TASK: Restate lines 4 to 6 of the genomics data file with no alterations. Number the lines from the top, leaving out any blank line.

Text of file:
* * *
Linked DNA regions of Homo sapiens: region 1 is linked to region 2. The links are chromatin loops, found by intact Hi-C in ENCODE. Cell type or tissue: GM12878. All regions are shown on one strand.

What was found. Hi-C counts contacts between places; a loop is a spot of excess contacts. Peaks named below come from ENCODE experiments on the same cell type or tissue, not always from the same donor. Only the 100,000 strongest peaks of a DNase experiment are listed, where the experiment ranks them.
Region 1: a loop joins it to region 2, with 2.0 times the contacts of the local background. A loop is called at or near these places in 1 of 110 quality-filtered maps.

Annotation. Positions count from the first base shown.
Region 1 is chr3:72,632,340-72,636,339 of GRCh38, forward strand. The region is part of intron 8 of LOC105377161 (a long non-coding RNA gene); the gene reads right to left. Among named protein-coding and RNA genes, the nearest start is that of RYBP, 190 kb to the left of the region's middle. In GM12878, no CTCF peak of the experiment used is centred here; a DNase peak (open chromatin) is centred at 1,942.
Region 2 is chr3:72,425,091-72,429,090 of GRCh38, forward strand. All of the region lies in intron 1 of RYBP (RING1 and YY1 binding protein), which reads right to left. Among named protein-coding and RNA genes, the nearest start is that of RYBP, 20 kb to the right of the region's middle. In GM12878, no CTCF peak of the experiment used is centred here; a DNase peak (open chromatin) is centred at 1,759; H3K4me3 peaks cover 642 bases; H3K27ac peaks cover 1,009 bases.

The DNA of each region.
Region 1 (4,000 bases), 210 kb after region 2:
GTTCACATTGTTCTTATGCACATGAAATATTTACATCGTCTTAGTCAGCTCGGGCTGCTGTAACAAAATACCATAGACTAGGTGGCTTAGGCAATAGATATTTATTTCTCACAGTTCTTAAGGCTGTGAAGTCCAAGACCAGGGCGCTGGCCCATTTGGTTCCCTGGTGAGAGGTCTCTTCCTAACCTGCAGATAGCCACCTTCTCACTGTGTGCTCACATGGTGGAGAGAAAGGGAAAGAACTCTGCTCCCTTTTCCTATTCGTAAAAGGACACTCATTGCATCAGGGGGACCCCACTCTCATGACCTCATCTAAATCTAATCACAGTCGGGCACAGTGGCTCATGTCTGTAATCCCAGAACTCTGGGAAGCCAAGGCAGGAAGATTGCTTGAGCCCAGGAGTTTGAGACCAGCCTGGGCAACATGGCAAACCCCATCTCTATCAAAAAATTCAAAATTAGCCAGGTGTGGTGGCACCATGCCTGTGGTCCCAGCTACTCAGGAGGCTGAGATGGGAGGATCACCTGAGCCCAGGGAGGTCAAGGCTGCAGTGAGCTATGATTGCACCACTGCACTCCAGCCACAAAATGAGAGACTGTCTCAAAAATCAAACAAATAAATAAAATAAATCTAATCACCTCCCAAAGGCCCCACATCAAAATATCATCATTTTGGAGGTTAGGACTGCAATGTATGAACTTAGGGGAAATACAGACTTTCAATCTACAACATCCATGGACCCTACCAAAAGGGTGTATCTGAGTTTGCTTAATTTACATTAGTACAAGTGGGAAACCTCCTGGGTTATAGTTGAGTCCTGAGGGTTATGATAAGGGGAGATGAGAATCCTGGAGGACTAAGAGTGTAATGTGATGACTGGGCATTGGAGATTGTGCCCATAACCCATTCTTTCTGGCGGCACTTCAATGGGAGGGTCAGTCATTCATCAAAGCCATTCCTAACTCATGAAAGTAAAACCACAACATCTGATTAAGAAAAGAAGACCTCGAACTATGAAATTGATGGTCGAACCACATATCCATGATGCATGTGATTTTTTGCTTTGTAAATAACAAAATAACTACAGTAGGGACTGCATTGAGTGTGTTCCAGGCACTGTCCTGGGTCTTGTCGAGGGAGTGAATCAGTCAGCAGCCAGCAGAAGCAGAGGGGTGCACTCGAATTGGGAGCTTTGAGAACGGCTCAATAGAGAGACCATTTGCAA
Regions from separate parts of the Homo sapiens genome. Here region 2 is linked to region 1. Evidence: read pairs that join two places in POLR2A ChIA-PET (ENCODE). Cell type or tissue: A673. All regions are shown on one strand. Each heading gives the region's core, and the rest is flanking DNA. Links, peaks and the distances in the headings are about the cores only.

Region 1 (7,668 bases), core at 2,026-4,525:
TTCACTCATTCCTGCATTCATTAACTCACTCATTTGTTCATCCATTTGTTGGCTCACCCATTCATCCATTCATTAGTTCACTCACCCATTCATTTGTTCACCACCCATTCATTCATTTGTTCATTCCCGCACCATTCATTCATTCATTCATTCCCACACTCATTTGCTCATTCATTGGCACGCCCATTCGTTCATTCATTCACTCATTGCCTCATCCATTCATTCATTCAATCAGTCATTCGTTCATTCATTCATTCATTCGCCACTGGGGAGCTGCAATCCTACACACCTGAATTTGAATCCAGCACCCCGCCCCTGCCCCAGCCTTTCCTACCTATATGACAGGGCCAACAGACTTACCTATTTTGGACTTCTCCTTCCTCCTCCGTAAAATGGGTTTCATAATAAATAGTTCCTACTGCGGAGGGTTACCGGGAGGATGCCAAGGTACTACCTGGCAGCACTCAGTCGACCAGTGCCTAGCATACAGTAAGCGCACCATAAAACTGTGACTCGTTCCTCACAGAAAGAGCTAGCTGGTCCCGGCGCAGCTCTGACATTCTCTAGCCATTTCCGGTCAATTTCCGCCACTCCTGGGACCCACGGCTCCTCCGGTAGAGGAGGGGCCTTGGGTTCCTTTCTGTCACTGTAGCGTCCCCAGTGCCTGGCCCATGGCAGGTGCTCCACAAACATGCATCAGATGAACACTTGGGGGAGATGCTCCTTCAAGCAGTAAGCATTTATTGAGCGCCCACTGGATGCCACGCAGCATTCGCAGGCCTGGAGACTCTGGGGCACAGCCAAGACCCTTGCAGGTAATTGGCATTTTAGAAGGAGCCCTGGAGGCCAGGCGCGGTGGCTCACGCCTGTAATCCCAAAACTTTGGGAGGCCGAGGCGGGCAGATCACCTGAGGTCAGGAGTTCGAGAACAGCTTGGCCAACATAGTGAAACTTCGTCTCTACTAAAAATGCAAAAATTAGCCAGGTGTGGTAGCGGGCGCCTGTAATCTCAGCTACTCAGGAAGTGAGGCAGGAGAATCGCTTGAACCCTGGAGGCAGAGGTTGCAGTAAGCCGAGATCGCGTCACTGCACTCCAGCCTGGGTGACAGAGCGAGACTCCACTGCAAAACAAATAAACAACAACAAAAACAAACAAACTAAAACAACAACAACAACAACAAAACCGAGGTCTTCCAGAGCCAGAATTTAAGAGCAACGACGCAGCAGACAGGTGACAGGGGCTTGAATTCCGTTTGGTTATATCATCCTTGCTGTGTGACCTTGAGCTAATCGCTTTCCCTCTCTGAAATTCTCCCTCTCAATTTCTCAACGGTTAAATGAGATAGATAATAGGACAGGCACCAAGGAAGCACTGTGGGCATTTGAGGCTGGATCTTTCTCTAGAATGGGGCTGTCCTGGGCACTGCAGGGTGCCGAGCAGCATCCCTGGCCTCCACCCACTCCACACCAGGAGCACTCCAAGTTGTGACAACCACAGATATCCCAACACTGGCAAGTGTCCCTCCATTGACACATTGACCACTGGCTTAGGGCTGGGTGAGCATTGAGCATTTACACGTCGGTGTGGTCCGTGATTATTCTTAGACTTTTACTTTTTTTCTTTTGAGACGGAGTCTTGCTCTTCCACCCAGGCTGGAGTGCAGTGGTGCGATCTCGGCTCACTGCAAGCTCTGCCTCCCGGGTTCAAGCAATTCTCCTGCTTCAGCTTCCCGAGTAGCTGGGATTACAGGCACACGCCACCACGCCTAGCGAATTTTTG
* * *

Annotation. Positions count from the first base shown.
Region 1 is chr3:72,632,340-72,636,339 of GRCh38, forward strand. The region is part of intron 8 of LOC105377161 (a long non-coding RNA gene); the gene reads right to left. Among named protein-coding and RNA genes, the nearest start is that of RYBP, 190 kb to the left of the region's middle. In GM12878, no CTCF peak of the experiment used is centred here; a DNase peak (open chromatin) is centred at 1,942.
Region 2 is chr3:72,425,091-72,429,090 of GRCh38, forward strand. All of the region lies in intron 1 of RYBP (RING1 and YY1 binding protein), which reads right to left. Among named protein-coding and RNA genes, the nearest start is that of RYBP, 20 kb to the right of the region's middle. In GM12878, no CTCF peak of the experiment used is centred here; a DNase peak (open chromatin) is centred at 1,759; H3K4me3 peaks cover 642 bases; H3K27ac peaks cover 1,009 bases.